After my come down from the high I received from seeing such great scenery from my first flight in a microlight, I have to admit I was actually quite disappointed with the experience, mostly because I had been expecting more. More in terms of hands on
with the aircraft. A microlight being smaller and required very little movement, along with the steering being carried out by a joystick rather than a steering column, this experience did not meet expectations. Expectations which I did not know I had, darn TV show!
Also in hindsight, I think I could not have enjoyed the experience because there was one simple thing which I had forgotten, I was scared of heights! So much so I could not go up a department store escalator. Therefore it should not come as a shock that I only decided to try again two months later!
Why did I try again I hear you ask. Well, as a person who loved the outdoors and adventure I questioned why on earth I do not like flying, there is no logical reason why as flying appears to be everything I relish. The physical and mental challenges of flying, being out there in the outdoors and being able to travel. All things I enjoy. So I decided to try again.
This time I looked for a different company and was advised that flying a microlight
can be very different from an actual small aircraft. I am pretty sure that this was a sales line but I since I decided to give it another go I was going to go regardless. Up I went with ACS flight school.
ACS has 2 schools in Scotland (that I know of anyway), and was advised to
go to the airport in Perth as ACS runs their own terminal/hangar (whatever it is
as I did not know what the technical terms are yet) they would be better able to
accomodate my requirements rather than their other airport in Cumbernauld (which
is of course a little closer to home for me), because ACS ran the airport in Perth.
OK, again not sure what that meant and them being the experts, I trusted their advice and booked my first lesson. With temps dropping a few degrees below freezing at the start of the week I was not sure the lesson would go ahead this morning. Luckily though the temperatures climbed today and the rain has melted the majority of the ice and snow (on the ground anyway).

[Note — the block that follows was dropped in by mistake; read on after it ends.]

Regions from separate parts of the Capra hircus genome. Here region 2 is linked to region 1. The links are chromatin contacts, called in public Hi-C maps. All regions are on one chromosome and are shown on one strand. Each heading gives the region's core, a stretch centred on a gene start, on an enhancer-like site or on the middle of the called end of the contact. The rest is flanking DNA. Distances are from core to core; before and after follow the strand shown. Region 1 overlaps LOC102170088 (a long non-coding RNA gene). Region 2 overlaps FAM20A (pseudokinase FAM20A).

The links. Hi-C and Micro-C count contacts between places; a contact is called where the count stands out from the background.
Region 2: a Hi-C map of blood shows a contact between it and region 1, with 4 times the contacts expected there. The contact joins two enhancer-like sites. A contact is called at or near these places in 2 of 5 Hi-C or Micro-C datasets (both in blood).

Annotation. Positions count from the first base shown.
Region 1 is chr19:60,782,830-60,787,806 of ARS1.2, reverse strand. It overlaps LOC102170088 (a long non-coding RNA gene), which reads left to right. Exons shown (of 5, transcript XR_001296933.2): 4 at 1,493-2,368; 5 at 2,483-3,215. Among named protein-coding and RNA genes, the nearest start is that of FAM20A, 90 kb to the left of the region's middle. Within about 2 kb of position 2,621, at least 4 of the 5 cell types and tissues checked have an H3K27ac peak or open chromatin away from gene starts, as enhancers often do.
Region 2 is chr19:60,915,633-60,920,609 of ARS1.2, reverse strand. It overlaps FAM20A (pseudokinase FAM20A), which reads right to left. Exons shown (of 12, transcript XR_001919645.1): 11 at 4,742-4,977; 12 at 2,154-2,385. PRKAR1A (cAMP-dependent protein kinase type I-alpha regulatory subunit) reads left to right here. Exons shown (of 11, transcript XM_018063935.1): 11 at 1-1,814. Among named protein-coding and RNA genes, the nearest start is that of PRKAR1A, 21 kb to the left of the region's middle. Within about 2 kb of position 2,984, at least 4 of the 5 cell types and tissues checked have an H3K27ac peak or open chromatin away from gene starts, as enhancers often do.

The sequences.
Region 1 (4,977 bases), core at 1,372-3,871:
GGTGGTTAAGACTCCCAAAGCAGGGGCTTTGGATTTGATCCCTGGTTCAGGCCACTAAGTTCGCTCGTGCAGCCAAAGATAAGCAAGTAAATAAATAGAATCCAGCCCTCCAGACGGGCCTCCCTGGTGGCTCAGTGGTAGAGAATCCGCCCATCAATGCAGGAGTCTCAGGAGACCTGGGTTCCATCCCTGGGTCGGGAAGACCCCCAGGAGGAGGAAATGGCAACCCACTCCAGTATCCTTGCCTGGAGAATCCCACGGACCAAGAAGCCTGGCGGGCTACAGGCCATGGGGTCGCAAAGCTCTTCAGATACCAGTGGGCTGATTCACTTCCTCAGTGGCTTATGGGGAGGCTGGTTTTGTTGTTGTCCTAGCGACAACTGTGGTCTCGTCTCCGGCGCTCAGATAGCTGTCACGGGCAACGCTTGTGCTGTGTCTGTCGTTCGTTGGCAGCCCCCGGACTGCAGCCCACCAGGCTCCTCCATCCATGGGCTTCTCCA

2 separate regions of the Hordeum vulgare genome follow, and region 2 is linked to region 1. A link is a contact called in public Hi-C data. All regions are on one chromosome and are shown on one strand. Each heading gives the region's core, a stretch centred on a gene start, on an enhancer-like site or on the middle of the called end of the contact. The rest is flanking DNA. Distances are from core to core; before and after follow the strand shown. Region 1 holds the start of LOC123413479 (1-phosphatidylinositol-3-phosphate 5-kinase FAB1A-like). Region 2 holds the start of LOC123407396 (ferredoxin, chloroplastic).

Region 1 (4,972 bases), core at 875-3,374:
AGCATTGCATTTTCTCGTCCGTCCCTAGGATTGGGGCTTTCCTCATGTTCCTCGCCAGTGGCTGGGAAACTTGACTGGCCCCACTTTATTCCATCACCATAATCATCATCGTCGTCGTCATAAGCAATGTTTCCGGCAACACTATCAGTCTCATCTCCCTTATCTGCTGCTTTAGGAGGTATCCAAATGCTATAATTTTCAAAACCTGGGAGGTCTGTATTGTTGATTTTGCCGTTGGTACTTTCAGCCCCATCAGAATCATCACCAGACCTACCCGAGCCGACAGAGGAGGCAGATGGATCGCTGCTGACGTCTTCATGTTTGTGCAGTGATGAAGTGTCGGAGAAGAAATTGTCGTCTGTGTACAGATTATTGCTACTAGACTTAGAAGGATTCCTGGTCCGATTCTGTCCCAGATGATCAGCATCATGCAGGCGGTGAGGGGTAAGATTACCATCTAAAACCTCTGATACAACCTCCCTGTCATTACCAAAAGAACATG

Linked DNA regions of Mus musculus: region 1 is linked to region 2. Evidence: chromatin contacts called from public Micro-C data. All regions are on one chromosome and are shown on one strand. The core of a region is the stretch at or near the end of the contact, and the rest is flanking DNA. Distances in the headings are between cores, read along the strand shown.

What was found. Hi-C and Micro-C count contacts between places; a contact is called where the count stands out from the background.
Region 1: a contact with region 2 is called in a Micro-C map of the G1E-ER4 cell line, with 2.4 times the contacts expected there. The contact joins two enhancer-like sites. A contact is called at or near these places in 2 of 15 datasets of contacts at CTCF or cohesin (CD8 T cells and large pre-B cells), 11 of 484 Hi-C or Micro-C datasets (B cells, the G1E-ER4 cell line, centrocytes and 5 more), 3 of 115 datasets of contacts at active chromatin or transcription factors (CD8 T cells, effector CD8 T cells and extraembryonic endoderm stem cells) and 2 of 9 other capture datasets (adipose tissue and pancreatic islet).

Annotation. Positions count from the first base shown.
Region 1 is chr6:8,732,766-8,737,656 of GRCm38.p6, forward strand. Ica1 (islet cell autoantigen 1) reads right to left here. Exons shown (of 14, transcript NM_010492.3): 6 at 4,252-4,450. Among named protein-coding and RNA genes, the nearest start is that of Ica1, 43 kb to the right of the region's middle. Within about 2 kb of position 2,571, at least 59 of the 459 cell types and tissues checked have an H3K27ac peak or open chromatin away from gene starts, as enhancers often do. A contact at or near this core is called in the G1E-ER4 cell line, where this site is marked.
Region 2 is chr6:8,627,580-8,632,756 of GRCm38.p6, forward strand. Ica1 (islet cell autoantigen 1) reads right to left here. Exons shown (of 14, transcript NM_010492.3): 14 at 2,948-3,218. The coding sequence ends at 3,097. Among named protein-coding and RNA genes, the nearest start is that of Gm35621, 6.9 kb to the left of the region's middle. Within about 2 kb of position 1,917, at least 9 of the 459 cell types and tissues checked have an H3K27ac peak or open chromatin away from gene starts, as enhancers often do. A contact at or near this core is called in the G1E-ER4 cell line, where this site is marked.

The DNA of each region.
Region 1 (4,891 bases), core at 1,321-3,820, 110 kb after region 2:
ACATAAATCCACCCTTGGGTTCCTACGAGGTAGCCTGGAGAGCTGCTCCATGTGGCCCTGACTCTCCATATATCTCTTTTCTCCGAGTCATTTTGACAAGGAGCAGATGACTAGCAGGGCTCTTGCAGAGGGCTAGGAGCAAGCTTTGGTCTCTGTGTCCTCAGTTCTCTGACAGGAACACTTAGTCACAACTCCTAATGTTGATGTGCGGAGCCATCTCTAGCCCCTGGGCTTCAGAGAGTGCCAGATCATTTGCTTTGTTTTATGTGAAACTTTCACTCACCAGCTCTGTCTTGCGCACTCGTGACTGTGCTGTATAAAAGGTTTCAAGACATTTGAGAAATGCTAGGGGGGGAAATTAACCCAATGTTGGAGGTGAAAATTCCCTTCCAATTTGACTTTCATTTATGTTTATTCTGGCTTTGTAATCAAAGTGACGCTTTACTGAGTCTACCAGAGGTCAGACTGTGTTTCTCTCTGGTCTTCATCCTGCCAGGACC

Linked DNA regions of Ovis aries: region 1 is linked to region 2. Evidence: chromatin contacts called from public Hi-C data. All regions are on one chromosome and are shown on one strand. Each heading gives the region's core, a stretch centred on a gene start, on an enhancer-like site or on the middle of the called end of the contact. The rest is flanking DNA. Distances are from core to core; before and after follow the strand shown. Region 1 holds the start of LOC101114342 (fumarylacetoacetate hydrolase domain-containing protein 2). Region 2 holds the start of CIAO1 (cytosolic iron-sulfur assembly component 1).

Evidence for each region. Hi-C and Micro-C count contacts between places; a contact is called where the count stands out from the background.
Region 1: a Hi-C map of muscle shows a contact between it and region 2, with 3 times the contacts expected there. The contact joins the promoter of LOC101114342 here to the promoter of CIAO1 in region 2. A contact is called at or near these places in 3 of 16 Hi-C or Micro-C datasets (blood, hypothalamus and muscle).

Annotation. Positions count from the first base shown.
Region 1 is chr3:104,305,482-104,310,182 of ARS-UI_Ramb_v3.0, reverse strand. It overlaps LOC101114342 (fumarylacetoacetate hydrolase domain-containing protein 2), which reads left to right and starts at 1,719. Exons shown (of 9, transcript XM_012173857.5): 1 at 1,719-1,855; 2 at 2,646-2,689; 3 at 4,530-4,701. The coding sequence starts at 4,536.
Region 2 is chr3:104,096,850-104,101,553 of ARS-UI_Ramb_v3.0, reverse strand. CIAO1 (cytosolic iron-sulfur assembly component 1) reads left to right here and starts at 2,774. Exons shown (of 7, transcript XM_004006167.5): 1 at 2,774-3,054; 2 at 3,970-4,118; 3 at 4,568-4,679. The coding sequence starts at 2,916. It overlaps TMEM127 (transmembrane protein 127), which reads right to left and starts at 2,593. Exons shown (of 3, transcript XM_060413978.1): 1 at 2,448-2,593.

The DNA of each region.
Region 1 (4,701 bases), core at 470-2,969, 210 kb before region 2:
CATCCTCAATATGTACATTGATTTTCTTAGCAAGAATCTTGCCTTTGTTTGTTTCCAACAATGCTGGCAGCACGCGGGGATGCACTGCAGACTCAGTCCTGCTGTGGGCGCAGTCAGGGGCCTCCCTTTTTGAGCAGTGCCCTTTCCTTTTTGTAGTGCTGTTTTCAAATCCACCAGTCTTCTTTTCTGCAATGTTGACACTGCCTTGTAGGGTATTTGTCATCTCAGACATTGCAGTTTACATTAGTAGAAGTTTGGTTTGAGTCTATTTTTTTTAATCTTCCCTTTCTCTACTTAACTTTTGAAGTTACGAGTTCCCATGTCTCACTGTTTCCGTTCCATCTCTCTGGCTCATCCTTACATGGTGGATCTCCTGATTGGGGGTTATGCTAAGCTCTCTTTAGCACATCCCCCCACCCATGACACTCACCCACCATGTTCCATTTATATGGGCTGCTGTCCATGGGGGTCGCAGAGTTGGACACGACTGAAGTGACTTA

When I arrived I was sitting waiting for a bit on the cushy chairs in the waiting area as my instructor, I was told, was still in the air. Well, at least Perth Airport was much more
easier to drive to than Strathaven airfield, but then one was an actual airport while the other is an airfield. Funding, operations and uses were different.
It was quite busy with students here at ACS Perth today, pilots and staff cheerily dotting about. It was late Saturday morning, why wouldn’t people be naturally happy? Though it didn’t look like it, we were all inside a hangar separated into rooms. Cosy. When it was finally my turn I was first lead down a corridor down the side of the hanger and into a room. Debrief. I was asked my experience, to which I answered I have tried a trial flight, and the instructor acknowledged before continuing on. Picking up amodel aircraft the instructor proceeded to give me a summary of an aircraft, the controls, the rudders, the dials and the flaps. Neat. A quick five minutes later of technical term bombardment, we were out the door and walking out onto the apron (the parking and taxiing area of aircrafts).
We walked to one sitting just beside the grass and I stood and watched as the instructor unhooked the heavy stone weights from the wings of the small aircraft, a two seater Cessna 152, and told me to jump in as he opened the right side door for me.
Once in the aircraft I was then told what was going to happen and I watched as the instructor went through the checklist (checking the controls). As we started moving I was then walked through everything that would happen to lift the aircraft from the ground. I have to say, it was nice to know even though most of the time I had no idea what he was telling me. Though I was not controlling the aircraft, I was told to leave my hands were on the steering column and my feet were on the pedals so I would get a feel of things, the gist of it, which I did as I felt the movements as the instructor steered and pushed down on the pedals. I was also informed that the steering column was useless until in the air and that only the foot pedals are used to steer the aircraft on the ground. Neat.
The weather was a bit misty and cloudy, with occasional rain, but it didn’t
stop the Cairngorm scenery – mountains with snow on top of it, looking
absolutely stunning! The frozen rivers below looking deceivingly calm as the glimmering ice made me want to skate across it, weee ~~
As we glided through the air I got a run through of all the controls, why they were there and even a feel of what they did as the instructor changed the settings
to let me steer, or in my case, not steer as I was too timid. Though we were in the air for an hour it felt like it was only minutes! So much to learn, most of
it would be through experience and practise.
This time I did go away excited as I tucked the wad of information from the school under my arm, flying regularly was now definitely something to think about. In conclusion, I think I can say, if you just want to see scenery, going on a flight in a microlight aircraft is better as you can see more and go further. But if you want the actual hands on experience you should try a trial in a small aircraft fitting with a steering column. For me both experiences were complete opposites. The microlight trial had great weather, but I was disappointed with aircraft. In the Cessna trial flight the weather was poor but I loved the flight experience more. So for me, unsurprisingly, I prefer to be hands on all the way!